Grist for the Mill
Yesterday Cal Fire Butte County declared the Camp Fire, the most destructive in the history of California, 100% contained. This morning at dawn, so high in the sky that eyes could not see what ears beheld, a flock of snow geese fl ew over the house, the first noted of the season.
Before fire containment and snow geese, we heard so many stories about fleeing the fire. Some storytellers narrated the videos they had recorded on their phones. Some used only their voices, long stories or mostly silent ones. Like many who experienced the Camp Fire, the Carr Fire, the Delta Fire, I felt overwhelmed. For many days, I wasn’t sure there would be a winter issue of Edible Shasta-Butte. Too much else was consuming. And I myself was evacuated only overnight, the evacuation order lifted the next day, with a house, a whole neighborhood to go back to. Now, the magazine is almost to our printer, thousands will be delivered to our garage, and you will have it in your hands and read this.
The day after Earl, this magazine’s publisher and my husband, passed in mid-October, I stood in the kitchen at the cutting board, chopping vegetables for turkey soup. The onions, the celery, the carrots, the chopping, what a balm. I couldn’t have guessed at the number of days since I had done real work in the kitchen, work that yields real food. Soup, cold’s comfort. I remembered washing Earl’s body with two of his caretakers, Elvis Presley singing “Wise men say. . .” in the background. Cold’s comfort. The proximate cause of Earl’s death was dehydration. He hadn’t drunk in a week, hadn’t eaten for longer.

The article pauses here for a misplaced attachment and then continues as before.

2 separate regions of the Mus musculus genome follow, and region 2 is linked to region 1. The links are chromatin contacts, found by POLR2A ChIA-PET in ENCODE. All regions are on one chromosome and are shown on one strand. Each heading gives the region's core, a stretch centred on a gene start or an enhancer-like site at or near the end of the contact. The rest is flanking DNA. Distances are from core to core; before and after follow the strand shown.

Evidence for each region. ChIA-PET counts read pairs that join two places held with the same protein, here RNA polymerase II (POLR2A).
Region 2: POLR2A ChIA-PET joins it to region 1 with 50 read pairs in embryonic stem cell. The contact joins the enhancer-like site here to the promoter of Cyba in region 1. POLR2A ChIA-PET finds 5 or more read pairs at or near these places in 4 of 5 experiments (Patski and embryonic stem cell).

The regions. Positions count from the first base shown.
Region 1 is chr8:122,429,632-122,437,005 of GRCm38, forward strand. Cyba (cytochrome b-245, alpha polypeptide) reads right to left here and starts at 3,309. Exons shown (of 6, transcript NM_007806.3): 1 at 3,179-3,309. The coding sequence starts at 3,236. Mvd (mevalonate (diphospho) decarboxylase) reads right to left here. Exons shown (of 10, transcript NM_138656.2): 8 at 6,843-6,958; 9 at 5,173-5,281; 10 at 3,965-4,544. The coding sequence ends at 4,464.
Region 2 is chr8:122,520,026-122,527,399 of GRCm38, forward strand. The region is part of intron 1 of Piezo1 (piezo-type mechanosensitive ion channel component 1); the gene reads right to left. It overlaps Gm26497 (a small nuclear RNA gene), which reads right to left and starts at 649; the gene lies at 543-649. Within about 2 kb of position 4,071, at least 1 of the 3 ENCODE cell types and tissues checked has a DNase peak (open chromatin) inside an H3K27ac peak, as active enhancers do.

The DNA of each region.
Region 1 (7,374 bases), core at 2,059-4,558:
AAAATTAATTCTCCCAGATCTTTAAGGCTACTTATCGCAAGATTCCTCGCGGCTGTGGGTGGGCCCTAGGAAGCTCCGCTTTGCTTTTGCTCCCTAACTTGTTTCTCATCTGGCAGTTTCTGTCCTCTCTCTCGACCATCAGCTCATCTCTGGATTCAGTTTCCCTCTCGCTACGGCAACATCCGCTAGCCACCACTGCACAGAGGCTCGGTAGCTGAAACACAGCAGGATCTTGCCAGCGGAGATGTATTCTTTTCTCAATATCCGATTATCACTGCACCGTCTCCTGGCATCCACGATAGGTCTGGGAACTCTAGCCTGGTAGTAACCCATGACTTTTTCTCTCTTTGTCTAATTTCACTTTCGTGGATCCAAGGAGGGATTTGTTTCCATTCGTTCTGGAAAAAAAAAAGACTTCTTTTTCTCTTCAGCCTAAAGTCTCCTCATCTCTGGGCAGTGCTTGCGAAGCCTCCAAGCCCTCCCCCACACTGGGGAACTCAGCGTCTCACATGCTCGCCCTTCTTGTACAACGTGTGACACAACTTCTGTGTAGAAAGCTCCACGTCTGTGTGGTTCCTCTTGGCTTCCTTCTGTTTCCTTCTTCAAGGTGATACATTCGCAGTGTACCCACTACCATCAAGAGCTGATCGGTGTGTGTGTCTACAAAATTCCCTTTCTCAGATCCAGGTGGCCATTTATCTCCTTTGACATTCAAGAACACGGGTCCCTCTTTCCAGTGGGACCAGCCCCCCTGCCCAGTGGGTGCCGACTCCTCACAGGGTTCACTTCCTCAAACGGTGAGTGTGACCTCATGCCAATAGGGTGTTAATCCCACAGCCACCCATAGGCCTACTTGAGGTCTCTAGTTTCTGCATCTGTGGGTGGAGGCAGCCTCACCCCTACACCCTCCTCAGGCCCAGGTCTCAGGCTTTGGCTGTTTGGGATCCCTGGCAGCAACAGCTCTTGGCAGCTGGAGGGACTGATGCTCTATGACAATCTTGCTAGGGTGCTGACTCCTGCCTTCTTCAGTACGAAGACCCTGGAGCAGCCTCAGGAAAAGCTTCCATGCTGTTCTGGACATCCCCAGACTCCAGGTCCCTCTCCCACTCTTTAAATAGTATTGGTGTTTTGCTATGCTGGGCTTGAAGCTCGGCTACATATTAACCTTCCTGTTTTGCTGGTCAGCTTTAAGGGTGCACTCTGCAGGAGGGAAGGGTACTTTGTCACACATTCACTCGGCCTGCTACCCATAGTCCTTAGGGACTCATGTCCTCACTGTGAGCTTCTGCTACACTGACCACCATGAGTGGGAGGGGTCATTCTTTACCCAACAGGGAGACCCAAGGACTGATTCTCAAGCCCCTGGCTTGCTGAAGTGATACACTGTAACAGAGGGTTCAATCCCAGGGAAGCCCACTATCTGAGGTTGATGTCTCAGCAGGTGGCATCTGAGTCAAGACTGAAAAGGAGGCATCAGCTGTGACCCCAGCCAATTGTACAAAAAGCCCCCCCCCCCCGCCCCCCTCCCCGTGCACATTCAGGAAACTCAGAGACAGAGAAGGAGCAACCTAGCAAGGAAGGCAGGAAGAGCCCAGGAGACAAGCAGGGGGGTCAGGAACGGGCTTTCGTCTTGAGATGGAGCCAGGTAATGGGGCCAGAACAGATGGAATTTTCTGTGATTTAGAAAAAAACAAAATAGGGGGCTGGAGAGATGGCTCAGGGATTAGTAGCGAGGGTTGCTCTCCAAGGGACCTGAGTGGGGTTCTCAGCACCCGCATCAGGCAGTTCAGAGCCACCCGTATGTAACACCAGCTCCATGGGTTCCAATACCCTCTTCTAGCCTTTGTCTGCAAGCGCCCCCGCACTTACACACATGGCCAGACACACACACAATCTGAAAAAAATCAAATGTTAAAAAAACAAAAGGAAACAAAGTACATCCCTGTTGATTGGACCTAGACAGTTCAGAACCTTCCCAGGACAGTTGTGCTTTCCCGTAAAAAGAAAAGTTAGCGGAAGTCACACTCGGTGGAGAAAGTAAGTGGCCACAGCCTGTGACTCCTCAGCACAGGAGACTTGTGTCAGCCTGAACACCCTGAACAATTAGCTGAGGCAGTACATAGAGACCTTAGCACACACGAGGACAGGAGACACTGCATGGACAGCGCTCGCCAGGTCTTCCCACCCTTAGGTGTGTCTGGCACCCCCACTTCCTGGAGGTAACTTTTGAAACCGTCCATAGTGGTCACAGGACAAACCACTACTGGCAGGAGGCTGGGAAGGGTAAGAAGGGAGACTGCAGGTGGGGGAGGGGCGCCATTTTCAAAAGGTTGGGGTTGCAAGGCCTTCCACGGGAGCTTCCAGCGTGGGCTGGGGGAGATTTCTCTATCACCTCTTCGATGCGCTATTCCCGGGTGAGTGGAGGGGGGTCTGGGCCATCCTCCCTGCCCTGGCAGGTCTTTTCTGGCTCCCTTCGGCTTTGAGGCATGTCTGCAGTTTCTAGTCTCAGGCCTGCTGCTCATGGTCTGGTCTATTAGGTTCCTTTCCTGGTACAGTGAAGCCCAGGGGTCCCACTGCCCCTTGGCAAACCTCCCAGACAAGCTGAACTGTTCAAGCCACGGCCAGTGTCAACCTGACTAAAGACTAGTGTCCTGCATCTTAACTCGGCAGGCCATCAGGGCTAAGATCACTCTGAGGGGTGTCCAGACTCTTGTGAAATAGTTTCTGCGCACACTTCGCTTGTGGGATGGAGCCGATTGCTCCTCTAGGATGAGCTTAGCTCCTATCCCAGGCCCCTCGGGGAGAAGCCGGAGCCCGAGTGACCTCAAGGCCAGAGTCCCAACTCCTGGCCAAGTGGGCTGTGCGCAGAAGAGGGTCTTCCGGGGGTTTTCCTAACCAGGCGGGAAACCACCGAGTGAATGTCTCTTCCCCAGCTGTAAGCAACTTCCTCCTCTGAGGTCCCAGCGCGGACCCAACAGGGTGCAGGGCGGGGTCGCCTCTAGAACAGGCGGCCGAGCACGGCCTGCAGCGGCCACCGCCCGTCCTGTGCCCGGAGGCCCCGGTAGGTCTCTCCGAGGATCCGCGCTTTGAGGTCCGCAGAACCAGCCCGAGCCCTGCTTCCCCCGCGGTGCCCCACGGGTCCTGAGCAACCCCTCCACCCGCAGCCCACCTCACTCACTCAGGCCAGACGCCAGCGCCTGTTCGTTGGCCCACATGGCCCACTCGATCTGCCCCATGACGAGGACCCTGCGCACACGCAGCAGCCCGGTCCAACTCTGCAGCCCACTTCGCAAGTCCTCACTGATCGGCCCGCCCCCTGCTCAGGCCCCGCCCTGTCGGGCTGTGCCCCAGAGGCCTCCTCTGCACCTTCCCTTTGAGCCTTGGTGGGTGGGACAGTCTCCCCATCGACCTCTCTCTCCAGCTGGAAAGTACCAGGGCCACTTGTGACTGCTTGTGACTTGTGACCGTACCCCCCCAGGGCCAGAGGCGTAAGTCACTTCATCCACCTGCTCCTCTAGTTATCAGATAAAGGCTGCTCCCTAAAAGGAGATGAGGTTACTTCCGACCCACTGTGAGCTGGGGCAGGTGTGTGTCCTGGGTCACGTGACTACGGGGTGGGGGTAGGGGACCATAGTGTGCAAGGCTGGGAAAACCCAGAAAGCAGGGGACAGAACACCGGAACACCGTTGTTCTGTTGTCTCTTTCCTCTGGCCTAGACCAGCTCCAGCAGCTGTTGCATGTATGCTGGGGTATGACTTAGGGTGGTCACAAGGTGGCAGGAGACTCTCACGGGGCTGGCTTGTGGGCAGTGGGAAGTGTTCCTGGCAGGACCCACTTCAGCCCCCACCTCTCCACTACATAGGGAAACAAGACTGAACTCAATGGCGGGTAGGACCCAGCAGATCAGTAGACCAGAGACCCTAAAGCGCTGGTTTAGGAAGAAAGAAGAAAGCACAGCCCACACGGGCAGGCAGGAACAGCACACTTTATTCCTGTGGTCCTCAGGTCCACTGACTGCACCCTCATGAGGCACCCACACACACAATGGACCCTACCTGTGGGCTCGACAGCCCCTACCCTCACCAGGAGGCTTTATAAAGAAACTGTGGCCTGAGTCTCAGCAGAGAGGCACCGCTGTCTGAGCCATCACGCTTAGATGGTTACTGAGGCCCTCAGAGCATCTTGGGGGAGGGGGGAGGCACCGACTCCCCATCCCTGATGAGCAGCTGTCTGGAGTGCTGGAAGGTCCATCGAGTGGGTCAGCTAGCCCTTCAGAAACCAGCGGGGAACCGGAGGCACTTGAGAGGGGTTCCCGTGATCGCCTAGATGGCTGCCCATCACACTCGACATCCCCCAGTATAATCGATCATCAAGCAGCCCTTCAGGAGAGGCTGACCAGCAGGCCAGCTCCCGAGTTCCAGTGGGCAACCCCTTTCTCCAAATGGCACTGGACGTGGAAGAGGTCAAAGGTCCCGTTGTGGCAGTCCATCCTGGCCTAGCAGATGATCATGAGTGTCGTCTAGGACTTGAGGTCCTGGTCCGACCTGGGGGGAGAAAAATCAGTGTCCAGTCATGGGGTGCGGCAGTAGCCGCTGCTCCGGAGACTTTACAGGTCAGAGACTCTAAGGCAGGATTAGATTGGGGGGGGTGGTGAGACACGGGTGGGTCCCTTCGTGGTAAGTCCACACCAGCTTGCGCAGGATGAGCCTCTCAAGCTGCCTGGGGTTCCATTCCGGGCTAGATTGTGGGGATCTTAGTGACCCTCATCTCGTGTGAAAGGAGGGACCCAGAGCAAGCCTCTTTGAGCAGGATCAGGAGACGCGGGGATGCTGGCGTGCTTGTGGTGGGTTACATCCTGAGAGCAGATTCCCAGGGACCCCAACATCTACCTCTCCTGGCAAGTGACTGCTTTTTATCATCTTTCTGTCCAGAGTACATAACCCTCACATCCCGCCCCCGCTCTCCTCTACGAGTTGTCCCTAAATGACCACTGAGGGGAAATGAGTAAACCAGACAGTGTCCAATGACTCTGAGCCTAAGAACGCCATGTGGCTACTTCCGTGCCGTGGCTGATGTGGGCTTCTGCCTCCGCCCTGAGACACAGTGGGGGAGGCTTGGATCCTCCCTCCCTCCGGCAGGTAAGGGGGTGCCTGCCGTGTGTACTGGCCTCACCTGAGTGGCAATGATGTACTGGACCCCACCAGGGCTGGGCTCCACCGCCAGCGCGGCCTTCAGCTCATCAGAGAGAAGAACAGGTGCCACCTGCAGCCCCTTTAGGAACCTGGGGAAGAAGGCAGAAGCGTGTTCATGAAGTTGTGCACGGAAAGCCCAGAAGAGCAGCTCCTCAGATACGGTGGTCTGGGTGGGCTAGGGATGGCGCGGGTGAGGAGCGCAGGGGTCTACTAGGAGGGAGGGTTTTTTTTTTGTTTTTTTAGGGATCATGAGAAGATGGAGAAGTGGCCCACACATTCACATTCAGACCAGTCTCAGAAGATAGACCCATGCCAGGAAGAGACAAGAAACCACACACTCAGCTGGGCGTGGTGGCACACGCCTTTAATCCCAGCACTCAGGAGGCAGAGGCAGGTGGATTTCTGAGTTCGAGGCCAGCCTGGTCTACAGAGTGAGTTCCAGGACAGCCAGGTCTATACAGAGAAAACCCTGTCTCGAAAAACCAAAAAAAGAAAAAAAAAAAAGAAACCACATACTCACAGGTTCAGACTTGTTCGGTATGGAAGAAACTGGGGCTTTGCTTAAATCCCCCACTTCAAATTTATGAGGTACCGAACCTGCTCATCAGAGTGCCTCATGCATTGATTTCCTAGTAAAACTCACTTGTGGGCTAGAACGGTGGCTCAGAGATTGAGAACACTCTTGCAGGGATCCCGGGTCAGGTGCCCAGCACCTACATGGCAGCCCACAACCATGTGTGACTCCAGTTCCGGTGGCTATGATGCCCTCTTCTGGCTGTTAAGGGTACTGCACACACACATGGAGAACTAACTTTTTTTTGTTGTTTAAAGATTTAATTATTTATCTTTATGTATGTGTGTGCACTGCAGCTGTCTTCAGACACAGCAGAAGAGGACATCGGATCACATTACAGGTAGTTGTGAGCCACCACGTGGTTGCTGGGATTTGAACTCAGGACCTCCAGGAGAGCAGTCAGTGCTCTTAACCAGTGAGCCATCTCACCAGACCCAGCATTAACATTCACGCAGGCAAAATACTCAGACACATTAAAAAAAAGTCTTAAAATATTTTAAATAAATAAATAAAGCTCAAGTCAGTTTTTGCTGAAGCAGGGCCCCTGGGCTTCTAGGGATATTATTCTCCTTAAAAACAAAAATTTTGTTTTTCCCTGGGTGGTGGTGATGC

Does that paragraph even belong here? I write it because for the fall issue, I wrote in the Grist about the impact of Earl’s Alzheimer’s disease on his eating and drinking. Now it almost seems I mocked him in that writing: irony echoes as I write. I also write the paragraph because the Camp Fire caused us to postpone a gathering to celebrate him. Everyone we knew had either evacuated or invited evacuees into their homes, and the fire raged. Earl’s death and the fire then are like 100% containment and snow geese now. I hardly know which is louder. Paralysis lifts slowly. It lifts. Someone reminded me that fire restores, and the rain this week hints so. The weight of the fire’s destruction will someday be measured in its ashes, ashes to ashes. I have seen radiance behind a woman’s tears. She was describing not only the free meal Sierra Nevada’s restaurant served her and her husband who fled the fire in Concow but the wait staff and the other diners who embodied the gift of a meal.
This issue of Edible Shasta-Butte brings you a story of winter’s gifts and recipes that require much cutting-board peeling and chopping. We have more to tell about the losses to and the gifts from our food community, all engendered by the Camp Fire. We’ll do this in the spring issue. For now, my autocorrect changes widow to window and safe to sage. Really.
ON THE COVER AND ABOVE: For these winter botanicals, Susan Lofthouse Meade used watercolor and colored pencil for the butternut squash and colored pencil for the citrus. Both offered much in the way of texture and color; Susan enjoyed trying to capture the waxy smoothness of the squash as well as the bright bumpiness of the citrus. You can see more of her artwork on her website: splofthouse.wixsite.com/botanical-art
Photo courtesy of Septentrio
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